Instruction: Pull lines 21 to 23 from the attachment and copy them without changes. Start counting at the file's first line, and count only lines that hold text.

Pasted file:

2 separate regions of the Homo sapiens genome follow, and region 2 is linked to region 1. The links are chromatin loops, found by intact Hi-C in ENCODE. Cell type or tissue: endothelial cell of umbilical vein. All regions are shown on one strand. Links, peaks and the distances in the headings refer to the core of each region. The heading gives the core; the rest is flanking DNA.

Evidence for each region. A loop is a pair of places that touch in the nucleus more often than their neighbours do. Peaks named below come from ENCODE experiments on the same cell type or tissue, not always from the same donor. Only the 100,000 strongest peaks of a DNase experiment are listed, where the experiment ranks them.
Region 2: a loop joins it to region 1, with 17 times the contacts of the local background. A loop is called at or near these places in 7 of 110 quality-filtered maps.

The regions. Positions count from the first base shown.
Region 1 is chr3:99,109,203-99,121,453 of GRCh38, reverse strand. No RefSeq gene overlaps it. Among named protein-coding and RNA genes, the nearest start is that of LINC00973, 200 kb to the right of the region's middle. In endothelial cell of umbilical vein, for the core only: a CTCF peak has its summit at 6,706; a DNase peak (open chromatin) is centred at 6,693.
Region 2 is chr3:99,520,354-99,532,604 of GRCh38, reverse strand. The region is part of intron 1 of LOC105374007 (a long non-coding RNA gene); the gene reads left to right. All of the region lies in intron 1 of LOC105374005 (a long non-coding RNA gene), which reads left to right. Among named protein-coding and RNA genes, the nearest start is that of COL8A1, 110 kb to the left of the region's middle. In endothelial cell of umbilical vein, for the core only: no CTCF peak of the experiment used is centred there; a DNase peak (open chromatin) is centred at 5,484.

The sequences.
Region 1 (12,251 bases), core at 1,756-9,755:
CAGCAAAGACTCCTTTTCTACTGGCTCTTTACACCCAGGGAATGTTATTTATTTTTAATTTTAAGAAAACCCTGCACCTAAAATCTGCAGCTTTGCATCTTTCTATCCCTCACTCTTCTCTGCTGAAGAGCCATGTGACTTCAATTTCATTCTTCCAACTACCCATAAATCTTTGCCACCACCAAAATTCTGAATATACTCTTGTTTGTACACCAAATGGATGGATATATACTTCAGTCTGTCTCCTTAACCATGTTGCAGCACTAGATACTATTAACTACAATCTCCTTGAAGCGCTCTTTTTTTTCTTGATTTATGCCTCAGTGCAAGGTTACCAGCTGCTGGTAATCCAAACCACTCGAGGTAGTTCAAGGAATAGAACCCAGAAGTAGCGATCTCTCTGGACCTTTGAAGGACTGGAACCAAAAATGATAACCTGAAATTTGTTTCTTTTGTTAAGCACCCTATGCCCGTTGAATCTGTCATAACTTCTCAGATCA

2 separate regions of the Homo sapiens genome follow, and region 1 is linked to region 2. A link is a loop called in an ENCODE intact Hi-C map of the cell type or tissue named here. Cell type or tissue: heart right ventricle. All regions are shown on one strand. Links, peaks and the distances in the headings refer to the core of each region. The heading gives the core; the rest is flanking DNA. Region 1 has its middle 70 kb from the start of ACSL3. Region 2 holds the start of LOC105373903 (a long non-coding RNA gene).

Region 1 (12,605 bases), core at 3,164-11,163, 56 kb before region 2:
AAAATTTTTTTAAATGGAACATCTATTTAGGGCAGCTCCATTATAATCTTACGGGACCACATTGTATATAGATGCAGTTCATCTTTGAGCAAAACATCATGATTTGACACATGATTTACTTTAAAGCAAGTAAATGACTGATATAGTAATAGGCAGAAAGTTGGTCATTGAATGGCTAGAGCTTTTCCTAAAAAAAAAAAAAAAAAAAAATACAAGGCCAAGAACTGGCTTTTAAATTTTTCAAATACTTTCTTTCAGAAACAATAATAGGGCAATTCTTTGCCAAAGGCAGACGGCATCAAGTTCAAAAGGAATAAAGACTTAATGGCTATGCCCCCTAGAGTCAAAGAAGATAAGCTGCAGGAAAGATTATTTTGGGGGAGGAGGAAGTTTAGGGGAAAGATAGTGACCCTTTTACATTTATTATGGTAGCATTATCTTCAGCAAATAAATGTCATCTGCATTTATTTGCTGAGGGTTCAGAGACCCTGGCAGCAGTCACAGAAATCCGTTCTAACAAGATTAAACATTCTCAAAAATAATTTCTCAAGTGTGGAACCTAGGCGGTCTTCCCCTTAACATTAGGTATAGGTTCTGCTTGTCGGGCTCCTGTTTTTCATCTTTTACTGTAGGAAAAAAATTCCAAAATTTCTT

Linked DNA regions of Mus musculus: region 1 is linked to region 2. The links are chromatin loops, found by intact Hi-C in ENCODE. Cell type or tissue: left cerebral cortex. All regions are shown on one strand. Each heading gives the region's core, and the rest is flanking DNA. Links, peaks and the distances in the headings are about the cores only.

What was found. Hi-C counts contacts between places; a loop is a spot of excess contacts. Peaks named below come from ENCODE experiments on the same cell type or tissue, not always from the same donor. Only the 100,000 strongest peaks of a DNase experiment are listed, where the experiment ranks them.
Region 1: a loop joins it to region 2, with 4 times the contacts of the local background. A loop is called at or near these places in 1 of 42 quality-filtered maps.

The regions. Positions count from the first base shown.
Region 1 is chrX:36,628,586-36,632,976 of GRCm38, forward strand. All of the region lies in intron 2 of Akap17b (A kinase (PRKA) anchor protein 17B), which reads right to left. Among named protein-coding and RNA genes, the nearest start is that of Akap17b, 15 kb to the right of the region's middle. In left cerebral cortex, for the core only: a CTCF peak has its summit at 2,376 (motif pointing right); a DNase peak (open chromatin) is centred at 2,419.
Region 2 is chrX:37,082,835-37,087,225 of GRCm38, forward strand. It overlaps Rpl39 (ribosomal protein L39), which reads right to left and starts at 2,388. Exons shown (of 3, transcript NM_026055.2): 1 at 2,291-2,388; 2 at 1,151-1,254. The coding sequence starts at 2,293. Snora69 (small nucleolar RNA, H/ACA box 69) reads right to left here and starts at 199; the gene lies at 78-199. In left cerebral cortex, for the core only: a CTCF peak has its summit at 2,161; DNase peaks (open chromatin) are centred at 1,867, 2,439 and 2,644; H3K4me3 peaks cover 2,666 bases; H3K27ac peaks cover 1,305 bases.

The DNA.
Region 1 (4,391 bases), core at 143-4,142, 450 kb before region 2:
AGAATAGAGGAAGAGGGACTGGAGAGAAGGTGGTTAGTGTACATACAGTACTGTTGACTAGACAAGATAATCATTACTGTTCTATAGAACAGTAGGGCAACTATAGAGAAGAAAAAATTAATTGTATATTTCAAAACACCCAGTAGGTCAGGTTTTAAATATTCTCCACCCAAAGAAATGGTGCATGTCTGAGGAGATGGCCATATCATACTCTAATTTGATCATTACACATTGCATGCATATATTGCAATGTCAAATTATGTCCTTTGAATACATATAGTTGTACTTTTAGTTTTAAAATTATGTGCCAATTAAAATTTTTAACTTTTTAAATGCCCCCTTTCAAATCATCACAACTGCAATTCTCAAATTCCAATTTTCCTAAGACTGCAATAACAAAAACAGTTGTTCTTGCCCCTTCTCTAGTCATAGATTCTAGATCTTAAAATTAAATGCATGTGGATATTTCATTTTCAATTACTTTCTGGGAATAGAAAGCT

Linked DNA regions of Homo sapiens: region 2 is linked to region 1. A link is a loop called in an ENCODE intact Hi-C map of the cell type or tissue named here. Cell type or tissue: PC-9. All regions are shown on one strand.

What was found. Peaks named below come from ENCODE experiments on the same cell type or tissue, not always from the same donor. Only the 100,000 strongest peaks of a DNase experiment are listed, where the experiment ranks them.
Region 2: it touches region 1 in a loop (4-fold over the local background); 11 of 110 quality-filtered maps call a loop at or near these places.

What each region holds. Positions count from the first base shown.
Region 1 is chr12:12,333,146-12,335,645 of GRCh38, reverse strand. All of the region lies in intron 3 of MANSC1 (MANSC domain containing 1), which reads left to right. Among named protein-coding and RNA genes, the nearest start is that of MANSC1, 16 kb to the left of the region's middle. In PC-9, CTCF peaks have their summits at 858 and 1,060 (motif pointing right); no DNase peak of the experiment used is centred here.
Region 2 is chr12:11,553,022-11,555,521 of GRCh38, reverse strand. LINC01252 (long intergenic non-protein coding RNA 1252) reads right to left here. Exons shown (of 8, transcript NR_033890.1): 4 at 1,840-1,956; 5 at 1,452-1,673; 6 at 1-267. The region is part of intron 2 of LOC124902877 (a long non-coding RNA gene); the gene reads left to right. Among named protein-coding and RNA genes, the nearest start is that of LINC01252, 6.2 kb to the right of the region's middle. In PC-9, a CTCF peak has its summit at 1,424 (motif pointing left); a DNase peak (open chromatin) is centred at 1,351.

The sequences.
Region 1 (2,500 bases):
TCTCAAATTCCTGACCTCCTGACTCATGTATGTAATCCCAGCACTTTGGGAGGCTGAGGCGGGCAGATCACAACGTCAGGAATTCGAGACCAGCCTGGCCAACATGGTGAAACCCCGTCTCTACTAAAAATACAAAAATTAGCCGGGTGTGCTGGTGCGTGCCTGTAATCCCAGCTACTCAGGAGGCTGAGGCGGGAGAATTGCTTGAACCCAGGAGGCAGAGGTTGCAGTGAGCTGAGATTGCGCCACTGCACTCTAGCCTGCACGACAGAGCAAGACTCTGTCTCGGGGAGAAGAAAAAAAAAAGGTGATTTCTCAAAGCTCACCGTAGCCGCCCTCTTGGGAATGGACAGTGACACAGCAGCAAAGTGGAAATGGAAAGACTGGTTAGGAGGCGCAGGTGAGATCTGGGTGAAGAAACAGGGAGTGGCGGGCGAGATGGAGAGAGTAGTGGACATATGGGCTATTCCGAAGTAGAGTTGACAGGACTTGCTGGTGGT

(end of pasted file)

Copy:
AGAATAGAGGAAGAGGGACTGGAGAGAAGGTGGTTAGTGTACATACAGTACTGTTGACTAGACAAGATAATCATTACTGTTCTATAGAACAGTAGGGCAACTATAGAGAAGAAAAAATTAATTGTATATTTCAAAACACCCAGTAGGTCAGGTTTTAAATATTCTCCACCCAAAGAAATGGTGCATGTCTGAGGAGATGGCCATATCATACTCTAATTTGATCATTACACATTGCATGCATATATTGCAATGTCAAATTATGTCCTTTGAATACATATAGTTGTACTTTTAGTTTTAAAATTATGTGCCAATTAAAATTTTTAACTTTTTAAATGCCCCCTTTCAAATCATCACAACTGCAATTCTCAAATTCCAATTTTCCTAAGACTGCAATAACAAAAACAGTTGTTCTTGCCCCTTCTCTAGTCATAGATTCTAGATCTTAAAATTAAATGCATGTGGATATTTCATTTTCAATTACTTTCTGGGAATAGAAAGCT

Linked DNA regions of Homo sapiens: region 2 is linked to region 1. A link is a loop called in an ENCODE intact Hi-C map of the cell type or tissue named here. Cell type or tissue: PC-9. All regions are shown on one strand.

What was found. Peaks named below come from ENCODE experiments on the same cell type or tissue, not always from the same donor. Only the 100,000 strongest peaks of a DNase experiment are listed, where the experiment ranks them.